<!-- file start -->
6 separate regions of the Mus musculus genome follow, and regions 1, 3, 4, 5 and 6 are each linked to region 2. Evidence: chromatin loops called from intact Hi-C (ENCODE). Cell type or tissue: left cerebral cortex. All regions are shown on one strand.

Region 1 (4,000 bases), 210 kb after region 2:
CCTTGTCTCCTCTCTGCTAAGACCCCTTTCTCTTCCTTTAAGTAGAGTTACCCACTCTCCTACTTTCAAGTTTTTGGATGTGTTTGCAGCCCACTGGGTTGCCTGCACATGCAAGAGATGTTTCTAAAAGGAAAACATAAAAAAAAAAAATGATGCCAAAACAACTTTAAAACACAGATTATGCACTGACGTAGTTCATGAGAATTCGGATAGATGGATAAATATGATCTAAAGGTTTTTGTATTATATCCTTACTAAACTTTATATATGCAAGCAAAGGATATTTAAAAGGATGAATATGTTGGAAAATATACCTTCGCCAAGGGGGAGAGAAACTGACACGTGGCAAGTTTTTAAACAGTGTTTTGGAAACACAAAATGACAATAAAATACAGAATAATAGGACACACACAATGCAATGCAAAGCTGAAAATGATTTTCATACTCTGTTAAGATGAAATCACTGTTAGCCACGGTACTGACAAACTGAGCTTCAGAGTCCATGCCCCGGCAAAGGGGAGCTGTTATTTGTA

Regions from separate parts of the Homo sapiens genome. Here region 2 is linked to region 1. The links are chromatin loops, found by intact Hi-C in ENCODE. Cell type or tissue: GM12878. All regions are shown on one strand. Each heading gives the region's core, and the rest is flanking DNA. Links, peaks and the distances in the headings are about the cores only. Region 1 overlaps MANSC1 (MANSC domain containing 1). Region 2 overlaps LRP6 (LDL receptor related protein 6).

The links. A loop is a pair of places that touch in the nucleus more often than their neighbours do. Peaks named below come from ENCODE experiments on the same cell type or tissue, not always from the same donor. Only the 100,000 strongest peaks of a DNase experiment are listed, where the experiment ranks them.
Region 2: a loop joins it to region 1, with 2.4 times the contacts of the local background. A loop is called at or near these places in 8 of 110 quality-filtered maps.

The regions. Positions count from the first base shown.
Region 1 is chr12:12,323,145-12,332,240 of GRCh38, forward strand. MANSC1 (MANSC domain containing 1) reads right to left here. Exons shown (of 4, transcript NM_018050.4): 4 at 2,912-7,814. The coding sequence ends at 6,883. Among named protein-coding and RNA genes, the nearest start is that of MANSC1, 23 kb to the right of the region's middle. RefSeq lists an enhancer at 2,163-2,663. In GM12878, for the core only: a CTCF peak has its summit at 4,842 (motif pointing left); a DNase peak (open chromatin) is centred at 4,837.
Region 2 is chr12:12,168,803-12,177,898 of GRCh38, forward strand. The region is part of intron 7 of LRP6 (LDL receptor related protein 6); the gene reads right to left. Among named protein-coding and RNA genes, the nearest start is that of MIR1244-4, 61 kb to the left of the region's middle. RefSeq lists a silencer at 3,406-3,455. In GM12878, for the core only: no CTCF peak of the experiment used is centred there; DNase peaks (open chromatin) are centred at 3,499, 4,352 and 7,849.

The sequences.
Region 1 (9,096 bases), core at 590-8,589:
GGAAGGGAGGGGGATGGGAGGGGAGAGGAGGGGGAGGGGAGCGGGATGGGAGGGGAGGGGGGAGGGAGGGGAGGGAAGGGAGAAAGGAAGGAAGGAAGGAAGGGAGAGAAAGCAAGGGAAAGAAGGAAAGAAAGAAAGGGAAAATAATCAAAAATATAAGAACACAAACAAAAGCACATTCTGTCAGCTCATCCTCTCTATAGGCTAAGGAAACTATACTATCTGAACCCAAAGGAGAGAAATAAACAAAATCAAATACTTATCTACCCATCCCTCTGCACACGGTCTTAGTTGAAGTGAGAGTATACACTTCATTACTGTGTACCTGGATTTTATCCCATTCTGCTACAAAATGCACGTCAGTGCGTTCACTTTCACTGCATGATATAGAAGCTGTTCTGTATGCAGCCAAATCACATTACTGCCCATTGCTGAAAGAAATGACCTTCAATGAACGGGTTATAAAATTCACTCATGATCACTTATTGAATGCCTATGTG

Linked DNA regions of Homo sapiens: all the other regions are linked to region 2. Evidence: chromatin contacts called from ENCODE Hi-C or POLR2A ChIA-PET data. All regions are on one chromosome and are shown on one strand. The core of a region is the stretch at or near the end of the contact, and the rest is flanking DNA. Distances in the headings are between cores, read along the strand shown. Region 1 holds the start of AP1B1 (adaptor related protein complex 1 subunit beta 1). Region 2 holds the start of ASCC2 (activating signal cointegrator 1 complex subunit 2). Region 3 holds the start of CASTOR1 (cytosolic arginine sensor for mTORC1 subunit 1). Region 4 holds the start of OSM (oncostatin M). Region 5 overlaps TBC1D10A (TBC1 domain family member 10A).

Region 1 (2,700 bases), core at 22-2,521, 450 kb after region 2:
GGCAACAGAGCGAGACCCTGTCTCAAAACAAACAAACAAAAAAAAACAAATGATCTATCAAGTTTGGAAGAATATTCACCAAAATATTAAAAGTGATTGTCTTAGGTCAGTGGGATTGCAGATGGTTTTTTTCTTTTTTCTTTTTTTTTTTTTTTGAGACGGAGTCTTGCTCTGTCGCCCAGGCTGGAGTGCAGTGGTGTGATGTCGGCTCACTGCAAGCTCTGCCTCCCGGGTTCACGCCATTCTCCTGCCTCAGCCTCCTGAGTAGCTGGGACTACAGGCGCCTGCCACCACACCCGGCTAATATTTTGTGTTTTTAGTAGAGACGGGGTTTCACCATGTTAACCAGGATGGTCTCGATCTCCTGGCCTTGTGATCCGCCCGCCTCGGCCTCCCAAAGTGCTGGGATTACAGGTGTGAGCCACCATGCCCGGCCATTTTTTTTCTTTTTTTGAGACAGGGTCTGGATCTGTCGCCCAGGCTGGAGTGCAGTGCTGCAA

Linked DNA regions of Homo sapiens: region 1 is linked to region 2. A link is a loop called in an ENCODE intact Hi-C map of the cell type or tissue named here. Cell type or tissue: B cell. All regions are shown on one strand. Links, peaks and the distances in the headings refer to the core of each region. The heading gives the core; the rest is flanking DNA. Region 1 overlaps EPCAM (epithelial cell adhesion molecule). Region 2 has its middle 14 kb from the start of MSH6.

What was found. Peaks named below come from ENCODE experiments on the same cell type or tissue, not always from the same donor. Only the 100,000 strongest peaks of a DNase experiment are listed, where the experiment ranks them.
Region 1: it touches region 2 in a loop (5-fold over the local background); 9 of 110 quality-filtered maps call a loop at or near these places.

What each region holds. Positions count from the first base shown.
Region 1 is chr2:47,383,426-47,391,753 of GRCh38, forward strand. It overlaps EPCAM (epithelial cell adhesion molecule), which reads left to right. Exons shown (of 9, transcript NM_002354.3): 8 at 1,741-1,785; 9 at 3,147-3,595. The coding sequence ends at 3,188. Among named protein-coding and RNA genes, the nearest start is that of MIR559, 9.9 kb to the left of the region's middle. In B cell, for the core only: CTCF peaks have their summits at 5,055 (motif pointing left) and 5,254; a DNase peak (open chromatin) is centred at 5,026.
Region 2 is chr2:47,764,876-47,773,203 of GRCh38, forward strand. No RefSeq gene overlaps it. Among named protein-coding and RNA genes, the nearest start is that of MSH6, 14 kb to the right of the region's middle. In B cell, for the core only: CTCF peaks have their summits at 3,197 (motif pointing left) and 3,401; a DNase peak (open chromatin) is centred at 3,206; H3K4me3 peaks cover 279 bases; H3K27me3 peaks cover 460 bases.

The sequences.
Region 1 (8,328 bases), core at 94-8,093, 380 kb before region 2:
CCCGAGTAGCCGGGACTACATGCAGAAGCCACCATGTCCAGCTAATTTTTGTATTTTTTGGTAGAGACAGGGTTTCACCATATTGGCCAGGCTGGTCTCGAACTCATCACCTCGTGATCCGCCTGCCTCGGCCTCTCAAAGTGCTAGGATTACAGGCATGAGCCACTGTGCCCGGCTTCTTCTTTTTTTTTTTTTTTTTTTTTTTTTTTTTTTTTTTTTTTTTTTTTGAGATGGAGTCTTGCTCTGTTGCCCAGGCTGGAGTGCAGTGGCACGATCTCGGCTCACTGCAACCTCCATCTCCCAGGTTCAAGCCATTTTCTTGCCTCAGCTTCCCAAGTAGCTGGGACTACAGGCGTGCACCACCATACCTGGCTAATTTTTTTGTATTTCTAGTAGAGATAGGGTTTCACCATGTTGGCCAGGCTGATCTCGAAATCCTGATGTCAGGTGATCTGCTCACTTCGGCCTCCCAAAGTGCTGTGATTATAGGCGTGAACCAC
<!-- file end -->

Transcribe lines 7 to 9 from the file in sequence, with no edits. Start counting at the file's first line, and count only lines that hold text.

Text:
The regions. Positions count from the first base shown.
Region 1 is chr12:12,323,145-12,332,240 of GRCh38, forward strand. MANSC1 (MANSC domain containing 1) reads right to left here. Exons shown (of 4, transcript NM_018050.4): 4 at 2,912-7,814. The coding sequence ends at 6,883. Among named protein-coding and RNA genes, the nearest start is that of MANSC1, 23 kb to the right of the region's middle. RefSeq lists an enhancer at 2,163-2,663. In GM12878, for the core only: a CTCF peak has its summit at 4,842 (motif pointing left); a DNase peak (open chromatin) is centred at 4,837.
Region 2 is chr12:12,168,803-12,177,898 of GRCh38, forward strand. The region is part of intron 7 of LRP6 (LDL receptor related protein 6); the gene reads right to left. Among named protein-coding and RNA genes, the nearest start is that of MIR1244-4, 61 kb to the left of the region's middle. RefSeq lists a silencer at 3,406-3,455. In GM12878, for the core only: no CTCF peak of the experiment used is centred there; DNase peaks (open chromatin) are centred at 3,499, 4,352 and 7,849.